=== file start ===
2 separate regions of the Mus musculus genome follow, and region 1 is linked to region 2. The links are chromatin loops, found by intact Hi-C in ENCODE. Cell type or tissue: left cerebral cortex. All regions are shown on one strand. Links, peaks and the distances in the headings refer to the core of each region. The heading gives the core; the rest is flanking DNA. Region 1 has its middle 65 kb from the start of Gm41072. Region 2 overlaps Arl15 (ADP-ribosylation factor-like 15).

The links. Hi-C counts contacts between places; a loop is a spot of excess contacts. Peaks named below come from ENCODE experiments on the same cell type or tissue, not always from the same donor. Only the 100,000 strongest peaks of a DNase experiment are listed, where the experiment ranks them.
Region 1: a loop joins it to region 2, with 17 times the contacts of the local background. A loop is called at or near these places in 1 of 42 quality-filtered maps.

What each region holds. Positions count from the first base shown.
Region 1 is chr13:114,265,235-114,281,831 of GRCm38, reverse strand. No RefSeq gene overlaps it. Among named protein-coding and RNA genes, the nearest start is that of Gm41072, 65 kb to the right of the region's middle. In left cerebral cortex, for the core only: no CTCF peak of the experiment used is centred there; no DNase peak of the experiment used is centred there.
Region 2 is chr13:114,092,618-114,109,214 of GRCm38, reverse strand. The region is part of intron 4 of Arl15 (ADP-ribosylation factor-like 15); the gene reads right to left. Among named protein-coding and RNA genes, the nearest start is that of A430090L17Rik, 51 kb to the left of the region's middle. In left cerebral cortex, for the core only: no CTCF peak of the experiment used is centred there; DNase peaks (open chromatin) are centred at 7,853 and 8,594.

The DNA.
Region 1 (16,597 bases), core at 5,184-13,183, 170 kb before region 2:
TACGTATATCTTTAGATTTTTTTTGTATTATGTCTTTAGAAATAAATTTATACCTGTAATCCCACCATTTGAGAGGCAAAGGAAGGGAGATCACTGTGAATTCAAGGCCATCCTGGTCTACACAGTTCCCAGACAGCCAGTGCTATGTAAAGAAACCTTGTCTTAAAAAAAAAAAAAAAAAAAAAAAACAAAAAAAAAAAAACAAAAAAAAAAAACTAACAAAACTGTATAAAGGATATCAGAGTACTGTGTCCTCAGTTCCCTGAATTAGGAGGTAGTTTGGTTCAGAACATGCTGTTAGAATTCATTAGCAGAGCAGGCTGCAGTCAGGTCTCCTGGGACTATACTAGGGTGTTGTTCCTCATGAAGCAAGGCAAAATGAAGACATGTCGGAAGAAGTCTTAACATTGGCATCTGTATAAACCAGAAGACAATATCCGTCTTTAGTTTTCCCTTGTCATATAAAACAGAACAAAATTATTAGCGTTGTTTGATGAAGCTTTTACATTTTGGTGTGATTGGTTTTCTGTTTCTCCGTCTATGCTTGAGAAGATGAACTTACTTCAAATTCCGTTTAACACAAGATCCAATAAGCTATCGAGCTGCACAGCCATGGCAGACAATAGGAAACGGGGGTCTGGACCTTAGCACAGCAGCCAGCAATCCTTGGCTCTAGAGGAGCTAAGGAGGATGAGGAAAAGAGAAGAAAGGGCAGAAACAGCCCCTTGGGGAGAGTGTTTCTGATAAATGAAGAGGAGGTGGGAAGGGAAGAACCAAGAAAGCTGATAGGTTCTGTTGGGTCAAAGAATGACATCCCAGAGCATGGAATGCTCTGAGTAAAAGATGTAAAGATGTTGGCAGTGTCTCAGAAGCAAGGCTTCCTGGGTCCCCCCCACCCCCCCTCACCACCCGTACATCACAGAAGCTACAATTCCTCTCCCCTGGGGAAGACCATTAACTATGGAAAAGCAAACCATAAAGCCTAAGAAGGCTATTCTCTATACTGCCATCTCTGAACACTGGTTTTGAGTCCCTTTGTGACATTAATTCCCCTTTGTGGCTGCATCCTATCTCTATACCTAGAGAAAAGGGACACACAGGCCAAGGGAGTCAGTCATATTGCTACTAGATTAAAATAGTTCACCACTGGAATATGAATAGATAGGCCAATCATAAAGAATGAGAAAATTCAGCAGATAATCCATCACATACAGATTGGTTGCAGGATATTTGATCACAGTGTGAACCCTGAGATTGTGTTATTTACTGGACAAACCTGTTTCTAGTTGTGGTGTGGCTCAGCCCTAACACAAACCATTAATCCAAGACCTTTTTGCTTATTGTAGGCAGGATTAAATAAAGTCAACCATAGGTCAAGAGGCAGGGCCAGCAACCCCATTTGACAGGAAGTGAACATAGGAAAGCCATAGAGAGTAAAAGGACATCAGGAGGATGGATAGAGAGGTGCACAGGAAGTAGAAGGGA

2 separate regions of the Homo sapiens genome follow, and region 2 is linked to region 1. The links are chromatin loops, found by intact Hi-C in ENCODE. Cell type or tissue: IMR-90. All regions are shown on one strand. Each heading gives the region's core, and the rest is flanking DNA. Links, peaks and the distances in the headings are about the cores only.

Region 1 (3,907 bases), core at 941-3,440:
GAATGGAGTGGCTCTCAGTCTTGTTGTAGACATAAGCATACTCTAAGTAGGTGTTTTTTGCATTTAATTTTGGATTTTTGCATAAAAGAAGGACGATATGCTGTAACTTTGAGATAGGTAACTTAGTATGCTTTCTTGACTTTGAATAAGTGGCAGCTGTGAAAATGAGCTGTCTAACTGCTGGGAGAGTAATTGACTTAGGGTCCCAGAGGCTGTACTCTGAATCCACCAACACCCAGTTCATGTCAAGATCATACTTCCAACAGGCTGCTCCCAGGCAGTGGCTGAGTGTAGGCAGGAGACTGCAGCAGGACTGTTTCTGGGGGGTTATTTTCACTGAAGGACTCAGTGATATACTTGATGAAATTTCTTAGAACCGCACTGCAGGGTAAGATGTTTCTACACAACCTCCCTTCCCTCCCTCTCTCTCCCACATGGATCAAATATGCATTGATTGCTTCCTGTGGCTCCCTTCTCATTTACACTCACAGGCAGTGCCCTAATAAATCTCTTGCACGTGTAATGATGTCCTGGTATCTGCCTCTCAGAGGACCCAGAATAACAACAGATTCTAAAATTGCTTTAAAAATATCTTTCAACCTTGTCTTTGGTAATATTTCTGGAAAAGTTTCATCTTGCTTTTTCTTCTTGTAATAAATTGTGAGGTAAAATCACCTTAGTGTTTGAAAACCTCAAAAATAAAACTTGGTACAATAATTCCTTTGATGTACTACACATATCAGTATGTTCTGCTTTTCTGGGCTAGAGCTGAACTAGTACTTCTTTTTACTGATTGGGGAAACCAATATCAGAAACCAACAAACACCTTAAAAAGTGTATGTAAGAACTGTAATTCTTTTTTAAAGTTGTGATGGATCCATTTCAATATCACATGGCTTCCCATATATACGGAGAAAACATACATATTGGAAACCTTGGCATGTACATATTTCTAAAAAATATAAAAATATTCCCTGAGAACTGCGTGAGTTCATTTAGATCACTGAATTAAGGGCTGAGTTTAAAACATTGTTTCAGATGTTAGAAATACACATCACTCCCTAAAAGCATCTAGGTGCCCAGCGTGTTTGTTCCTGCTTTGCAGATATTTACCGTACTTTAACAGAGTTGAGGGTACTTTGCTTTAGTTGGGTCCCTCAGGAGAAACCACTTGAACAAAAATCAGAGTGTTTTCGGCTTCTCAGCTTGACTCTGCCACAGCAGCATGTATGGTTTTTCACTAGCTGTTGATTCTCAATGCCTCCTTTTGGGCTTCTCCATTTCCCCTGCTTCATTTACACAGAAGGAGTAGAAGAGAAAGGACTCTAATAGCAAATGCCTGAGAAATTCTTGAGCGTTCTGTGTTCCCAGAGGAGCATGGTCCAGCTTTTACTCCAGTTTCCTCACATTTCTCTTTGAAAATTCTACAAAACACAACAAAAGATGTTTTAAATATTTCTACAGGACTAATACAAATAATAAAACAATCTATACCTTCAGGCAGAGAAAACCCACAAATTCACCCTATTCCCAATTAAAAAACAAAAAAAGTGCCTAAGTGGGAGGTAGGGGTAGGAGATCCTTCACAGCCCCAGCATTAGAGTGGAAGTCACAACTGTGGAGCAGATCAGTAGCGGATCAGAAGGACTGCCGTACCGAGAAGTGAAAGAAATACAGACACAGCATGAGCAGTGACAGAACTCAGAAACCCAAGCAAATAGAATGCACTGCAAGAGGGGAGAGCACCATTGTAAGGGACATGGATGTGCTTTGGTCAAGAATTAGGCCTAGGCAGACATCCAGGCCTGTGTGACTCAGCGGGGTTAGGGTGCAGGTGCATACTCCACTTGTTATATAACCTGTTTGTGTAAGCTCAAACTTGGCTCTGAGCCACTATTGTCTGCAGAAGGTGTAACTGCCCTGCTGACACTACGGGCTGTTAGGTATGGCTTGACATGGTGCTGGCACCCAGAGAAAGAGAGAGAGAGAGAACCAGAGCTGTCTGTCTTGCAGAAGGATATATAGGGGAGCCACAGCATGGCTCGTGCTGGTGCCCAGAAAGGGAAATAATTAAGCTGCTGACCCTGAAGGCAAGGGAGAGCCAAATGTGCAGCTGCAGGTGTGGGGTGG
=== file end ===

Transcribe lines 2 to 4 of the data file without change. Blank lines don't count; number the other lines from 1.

The links. Hi-C counts contacts between places; a loop is a spot of excess contacts. Peaks named below come from ENCODE experiments on the same cell type or tissue, not always from the same donor. Only the 100,000 strongest peaks of a DNase experiment are listed, where the experiment ranks them.
Region 1: a loop joins it to region 2, with 17 times the contacts of the local background. A loop is called at or near these places in 1 of 42 quality-filtered maps.

What each region holds. Positions count from the first base shown.